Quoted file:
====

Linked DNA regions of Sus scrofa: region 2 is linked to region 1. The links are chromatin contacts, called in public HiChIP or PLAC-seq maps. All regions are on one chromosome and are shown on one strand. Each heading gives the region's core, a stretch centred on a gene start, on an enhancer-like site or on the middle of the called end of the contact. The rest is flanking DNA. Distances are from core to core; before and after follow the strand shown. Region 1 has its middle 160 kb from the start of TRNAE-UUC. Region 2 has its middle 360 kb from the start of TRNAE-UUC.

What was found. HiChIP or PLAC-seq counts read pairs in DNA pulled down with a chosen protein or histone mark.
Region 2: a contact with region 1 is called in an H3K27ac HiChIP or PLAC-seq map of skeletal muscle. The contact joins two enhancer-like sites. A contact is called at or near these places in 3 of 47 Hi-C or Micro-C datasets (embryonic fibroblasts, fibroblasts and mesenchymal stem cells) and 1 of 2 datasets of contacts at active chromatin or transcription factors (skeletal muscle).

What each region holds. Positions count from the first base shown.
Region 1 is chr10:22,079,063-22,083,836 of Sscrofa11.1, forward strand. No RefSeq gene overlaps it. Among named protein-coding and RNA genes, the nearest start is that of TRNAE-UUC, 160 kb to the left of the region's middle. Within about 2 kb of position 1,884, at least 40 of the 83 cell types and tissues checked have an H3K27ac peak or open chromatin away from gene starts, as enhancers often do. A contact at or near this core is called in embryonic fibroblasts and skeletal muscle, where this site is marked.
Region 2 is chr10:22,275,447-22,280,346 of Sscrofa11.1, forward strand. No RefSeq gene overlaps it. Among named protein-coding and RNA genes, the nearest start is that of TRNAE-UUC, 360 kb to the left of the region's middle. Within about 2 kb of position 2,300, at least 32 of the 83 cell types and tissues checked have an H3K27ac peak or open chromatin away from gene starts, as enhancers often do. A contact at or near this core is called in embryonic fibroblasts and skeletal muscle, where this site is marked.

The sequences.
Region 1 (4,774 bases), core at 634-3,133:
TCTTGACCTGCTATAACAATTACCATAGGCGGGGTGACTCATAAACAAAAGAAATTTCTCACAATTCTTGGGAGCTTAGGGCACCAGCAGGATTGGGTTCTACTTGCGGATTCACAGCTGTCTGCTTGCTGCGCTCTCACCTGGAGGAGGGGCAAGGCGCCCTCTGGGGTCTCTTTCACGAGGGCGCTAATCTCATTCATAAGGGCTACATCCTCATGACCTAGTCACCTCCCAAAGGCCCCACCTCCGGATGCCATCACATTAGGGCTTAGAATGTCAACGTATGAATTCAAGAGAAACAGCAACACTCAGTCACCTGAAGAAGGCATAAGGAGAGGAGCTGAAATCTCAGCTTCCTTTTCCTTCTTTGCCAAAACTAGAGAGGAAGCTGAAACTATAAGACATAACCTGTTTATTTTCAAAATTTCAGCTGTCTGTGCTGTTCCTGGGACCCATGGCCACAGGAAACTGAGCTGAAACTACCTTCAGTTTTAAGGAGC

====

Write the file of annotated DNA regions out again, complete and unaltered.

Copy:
Linked DNA regions of Sus scrofa: region 2 is linked to region 1. The links are chromatin contacts, called in public HiChIP or PLAC-seq maps. All regions are on one chromosome and are shown on one strand. Each heading gives the region's core, a stretch centred on a gene start, on an enhancer-like site or on the middle of the called end of the contact. The rest is flanking DNA. Distances are from core to core; before and after follow the strand shown. Region 1 has its middle 160 kb from the start of TRNAE-UUC. Region 2 has its middle 360 kb from the start of TRNAE-UUC.

What was found. HiChIP or PLAC-seq counts read pairs in DNA pulled down with a chosen protein or histone mark.
Region 2: a contact with region 1 is called in an H3K27ac HiChIP or PLAC-seq map of skeletal muscle. The contact joins two enhancer-like sites. A contact is called at or near these places in 3 of 47 Hi-C or Micro-C datasets (embryonic fibroblasts, fibroblasts and mesenchymal stem cells) and 1 of 2 datasets of contacts at active chromatin or transcription factors (skeletal muscle).

What each region holds. Positions count from the first base shown.
Region 1 is chr10:22,079,063-22,083,836 of Sscrofa11.1, forward strand. No RefSeq gene overlaps it. Among named protein-coding and RNA genes, the nearest start is that of TRNAE-UUC, 160 kb to the left of the region's middle. Within about 2 kb of position 1,884, at least 40 of the 83 cell types and tissues checked have an H3K27ac peak or open chromatin away from gene starts, as enhancers often do. A contact at or near this core is called in embryonic fibroblasts and skeletal muscle, where this site is marked.
Region 2 is chr10:22,275,447-22,280,346 of Sscrofa11.1, forward strand. No RefSeq gene overlaps it. Among named protein-coding and RNA genes, the nearest start is that of TRNAE-UUC, 360 kb to the left of the region's middle. Within about 2 kb of position 2,300, at least 32 of the 83 cell types and tissues checked have an H3K27ac peak or open chromatin away from gene starts, as enhancers often do. A contact at or near this core is called in embryonic fibroblasts and skeletal muscle, where this site is marked.

The sequences.
Region 1 (4,774 bases), core at 634-3,133:
TCTTGACCTGCTATAACAATTACCATAGGCGGGGTGACTCATAAACAAAAGAAATTTCTCACAATTCTTGGGAGCTTAGGGCACCAGCAGGATTGGGTTCTACTTGCGGATTCACAGCTGTCTGCTTGCTGCGCTCTCACCTGGAGGAGGGGCAAGGCGCCCTCTGGGGTCTCTTTCACGAGGGCGCTAATCTCATTCATAAGGGCTACATCCTCATGACCTAGTCACCTCCCAAAGGCCCCACCTCCGGATGCCATCACATTAGGGCTTAGAATGTCAACGTATGAATTCAAGAGAAACAGCAACACTCAGTCACCTGAAGAAGGCATAAGGAGAGGAGCTGAAATCTCAGCTTCCTTTTCCTTCTTTGCCAAAACTAGAGAGGAAGCTGAAACTATAAGACATAACCTGTTTATTTTCAAAATTTCAGCTGTCTGTGCTGTTCCTGGGACCCATGGCCACAGGAAACTGAGCTGAAACTACCTTCAGTTTTAAGGAGC